This point is fundamental since in the past mentoring was thought of as an unequal relationship in which the mentor gave advice, contacts and experience; the mentee on the other hand, simply received the information as in the primaries of the ’90s. This changed and with it, the name that both parts of this relationship bear. They’re no longer mentor and mentee, but mentoring partners. Both must actively contribute time, knowledge, advice, contacts, different perspectives and goodwill in this relationship in order for it to be successful.

In 2016, First Round conducted a study in which 100 mentoring relationships were analyzed. In his findings highlights the importance of preparation for each session to be productive and detonate specific actions and ideally measurable.


– Set the periodicity of meetings in a flexible scheme, which allows both of you to accommodate within your agendas. For example. “See you every two weeks.” It will be too close to the date the day and time are decided. That way mentoring sessions will not feel like a burden.

– Prepare the topics that will be addressed in each session and share them with the mentor before the meeting, so that both can prepare and be more efficient roughout the meeting.

– Choose your mentor based on shared interests and similar experience.

– Allowing the first meeting to simply get to know each other and not just jump into work issues immediately. This will allow that a relationship is authentically established, in which both are interested in each other.

– Measure the effectiveness of the meetings by evaluating the knowledge learned and how they were applied on a day-to-day basis.


For a relationship of this kind to work, it’s fundamental for it to be trust. Not only to ask questions that may bother us but to listen to answers that can be painful or too confrontational. The mentoring space must be one in which both parties can discuss confidential information which is not shared with others, especially regarding their failures and fears.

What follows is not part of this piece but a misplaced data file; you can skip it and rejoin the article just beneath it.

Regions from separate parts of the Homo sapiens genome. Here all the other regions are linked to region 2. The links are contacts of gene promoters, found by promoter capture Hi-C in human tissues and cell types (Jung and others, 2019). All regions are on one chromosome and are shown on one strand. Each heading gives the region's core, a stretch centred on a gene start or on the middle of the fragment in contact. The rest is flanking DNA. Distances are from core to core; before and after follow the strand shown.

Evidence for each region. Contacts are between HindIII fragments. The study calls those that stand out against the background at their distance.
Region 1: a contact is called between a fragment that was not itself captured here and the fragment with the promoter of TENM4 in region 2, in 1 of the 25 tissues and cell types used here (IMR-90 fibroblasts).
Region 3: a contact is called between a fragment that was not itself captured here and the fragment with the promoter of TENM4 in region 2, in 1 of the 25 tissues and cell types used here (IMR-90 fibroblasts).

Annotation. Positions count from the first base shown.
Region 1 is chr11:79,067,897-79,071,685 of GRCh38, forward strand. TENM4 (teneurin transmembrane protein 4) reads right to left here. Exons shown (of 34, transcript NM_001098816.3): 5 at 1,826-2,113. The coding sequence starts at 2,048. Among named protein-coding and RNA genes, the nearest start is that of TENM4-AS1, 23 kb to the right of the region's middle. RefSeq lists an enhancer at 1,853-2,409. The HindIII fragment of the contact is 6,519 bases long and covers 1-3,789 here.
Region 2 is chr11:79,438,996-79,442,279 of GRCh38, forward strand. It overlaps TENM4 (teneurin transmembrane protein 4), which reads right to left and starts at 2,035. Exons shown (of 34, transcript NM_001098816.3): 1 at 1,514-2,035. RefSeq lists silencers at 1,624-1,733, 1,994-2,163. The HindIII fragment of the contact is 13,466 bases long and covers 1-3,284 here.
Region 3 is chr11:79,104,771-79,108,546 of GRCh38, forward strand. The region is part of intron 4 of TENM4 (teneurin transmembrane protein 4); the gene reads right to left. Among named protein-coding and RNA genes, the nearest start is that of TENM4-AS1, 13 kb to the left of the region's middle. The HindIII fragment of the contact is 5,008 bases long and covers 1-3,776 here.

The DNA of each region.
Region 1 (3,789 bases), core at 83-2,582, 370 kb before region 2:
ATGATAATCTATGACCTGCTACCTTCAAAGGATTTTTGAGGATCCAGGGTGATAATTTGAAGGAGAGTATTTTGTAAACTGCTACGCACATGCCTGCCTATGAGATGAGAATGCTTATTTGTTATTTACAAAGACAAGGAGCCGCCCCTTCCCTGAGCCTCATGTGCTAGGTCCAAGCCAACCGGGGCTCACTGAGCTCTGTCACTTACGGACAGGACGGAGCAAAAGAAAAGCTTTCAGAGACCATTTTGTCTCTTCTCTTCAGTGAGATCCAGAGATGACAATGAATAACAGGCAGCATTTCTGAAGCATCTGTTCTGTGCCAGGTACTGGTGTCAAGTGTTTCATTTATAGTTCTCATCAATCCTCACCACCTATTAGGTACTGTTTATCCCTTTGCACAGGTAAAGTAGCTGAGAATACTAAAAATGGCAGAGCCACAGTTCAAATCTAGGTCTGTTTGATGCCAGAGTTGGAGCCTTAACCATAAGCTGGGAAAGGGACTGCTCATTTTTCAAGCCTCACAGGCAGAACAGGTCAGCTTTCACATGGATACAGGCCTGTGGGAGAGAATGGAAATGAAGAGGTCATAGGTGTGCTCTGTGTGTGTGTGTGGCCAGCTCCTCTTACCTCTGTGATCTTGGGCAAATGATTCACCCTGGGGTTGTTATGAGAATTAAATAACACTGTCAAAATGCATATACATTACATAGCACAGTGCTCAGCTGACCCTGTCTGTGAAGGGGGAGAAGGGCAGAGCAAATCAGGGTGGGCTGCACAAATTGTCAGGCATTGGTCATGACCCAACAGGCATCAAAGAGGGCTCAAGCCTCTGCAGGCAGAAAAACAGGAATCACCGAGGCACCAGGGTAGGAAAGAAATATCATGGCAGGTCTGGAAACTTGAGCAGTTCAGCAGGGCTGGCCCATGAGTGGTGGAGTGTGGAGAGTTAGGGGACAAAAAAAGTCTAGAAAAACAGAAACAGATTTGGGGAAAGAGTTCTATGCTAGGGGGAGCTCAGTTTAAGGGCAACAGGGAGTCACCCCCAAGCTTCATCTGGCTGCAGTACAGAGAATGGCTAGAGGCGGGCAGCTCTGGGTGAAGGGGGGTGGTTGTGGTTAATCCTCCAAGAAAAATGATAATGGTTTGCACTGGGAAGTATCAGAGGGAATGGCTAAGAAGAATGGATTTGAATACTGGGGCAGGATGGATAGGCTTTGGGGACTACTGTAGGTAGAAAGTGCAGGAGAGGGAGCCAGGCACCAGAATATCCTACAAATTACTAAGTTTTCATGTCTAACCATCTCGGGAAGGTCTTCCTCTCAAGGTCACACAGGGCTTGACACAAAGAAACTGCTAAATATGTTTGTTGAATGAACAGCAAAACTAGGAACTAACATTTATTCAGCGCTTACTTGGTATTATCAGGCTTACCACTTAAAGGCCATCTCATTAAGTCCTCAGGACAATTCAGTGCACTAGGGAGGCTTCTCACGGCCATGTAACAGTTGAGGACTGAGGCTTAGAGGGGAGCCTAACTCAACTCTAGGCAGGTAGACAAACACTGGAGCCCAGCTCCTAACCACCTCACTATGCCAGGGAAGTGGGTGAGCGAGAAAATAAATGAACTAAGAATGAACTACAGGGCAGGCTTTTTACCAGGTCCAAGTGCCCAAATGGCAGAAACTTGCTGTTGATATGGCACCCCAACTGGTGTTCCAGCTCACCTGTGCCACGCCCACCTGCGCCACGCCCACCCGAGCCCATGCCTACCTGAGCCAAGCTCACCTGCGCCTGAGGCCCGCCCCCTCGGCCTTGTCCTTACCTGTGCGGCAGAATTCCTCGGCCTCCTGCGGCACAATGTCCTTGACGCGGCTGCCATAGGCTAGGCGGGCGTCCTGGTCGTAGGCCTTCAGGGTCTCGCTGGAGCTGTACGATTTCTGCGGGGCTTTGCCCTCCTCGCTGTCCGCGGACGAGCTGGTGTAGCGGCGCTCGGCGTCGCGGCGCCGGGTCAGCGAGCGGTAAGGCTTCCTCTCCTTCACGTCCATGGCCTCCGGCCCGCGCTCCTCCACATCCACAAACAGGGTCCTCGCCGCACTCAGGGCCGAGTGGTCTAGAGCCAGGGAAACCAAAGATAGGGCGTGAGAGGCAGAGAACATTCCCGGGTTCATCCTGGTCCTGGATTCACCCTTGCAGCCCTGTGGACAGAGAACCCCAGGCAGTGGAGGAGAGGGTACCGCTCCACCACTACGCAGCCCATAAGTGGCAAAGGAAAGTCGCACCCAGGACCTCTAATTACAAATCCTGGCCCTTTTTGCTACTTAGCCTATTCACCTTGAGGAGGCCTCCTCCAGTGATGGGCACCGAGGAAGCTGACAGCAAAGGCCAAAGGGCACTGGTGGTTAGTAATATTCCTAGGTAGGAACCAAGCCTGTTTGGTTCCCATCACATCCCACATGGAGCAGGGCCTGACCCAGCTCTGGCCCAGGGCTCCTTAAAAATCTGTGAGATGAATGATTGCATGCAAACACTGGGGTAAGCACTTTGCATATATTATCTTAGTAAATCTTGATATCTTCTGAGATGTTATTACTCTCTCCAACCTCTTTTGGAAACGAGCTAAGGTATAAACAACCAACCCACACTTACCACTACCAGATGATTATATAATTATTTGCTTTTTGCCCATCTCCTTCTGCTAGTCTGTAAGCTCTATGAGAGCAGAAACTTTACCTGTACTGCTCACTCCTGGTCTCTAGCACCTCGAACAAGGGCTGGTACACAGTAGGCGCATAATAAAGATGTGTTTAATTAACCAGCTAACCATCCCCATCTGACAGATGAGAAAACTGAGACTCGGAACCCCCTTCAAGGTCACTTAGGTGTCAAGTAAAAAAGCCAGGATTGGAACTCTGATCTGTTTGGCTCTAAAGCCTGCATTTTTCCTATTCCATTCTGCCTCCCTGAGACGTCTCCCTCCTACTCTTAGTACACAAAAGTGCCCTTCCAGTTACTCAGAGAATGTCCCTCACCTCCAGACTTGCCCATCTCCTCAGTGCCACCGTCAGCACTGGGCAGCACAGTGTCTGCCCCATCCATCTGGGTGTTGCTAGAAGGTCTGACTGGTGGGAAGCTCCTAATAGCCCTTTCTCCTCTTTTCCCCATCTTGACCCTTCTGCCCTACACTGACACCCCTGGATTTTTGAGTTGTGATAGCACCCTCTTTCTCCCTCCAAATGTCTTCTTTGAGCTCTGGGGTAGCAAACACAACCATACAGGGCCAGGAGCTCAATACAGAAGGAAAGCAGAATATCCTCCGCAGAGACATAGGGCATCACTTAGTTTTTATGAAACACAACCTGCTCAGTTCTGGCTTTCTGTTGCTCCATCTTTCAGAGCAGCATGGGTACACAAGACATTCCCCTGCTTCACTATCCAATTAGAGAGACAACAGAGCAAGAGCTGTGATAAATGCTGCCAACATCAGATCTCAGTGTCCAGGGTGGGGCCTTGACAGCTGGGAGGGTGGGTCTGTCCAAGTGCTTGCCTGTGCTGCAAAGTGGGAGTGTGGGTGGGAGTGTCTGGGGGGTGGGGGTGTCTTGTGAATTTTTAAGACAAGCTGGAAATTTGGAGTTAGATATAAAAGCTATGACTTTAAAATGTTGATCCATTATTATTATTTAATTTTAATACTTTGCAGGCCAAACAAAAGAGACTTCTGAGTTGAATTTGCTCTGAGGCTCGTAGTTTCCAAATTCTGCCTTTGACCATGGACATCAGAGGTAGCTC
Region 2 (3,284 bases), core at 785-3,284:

In this sense, The New York Times recently published a note in which Maya Salam reflected on the negative effects of the #metoo movement for mentoring women. The note highlights the importance of men (who are currently most CEOs or senior managers within companies) wanting to mentor women without fear that the relationship is misinterpreted as harassment. It’s interesting how this community responds with certain mechanisms and indicators so that, on the one hand, women who seek a mentor are prepared to respond to any type of abuse, and at the same time, can generate a relationship of trust in which both can feel free to share intimate situations. As the note says “avoid contact between women and senior executives would delay the development of women”

Finding people who meet these characteristics is not easy, much less if you look for them because of the number of fans they have on Twitter or their position in a company. However, surely there are people around you with whom you have authentically built this type of relationship in which you both grow. If so, and you find that in that relationship there is humility, patience, generosity and genuine interest in helping each other, congratulations! You have the best mentoring partner in front of you.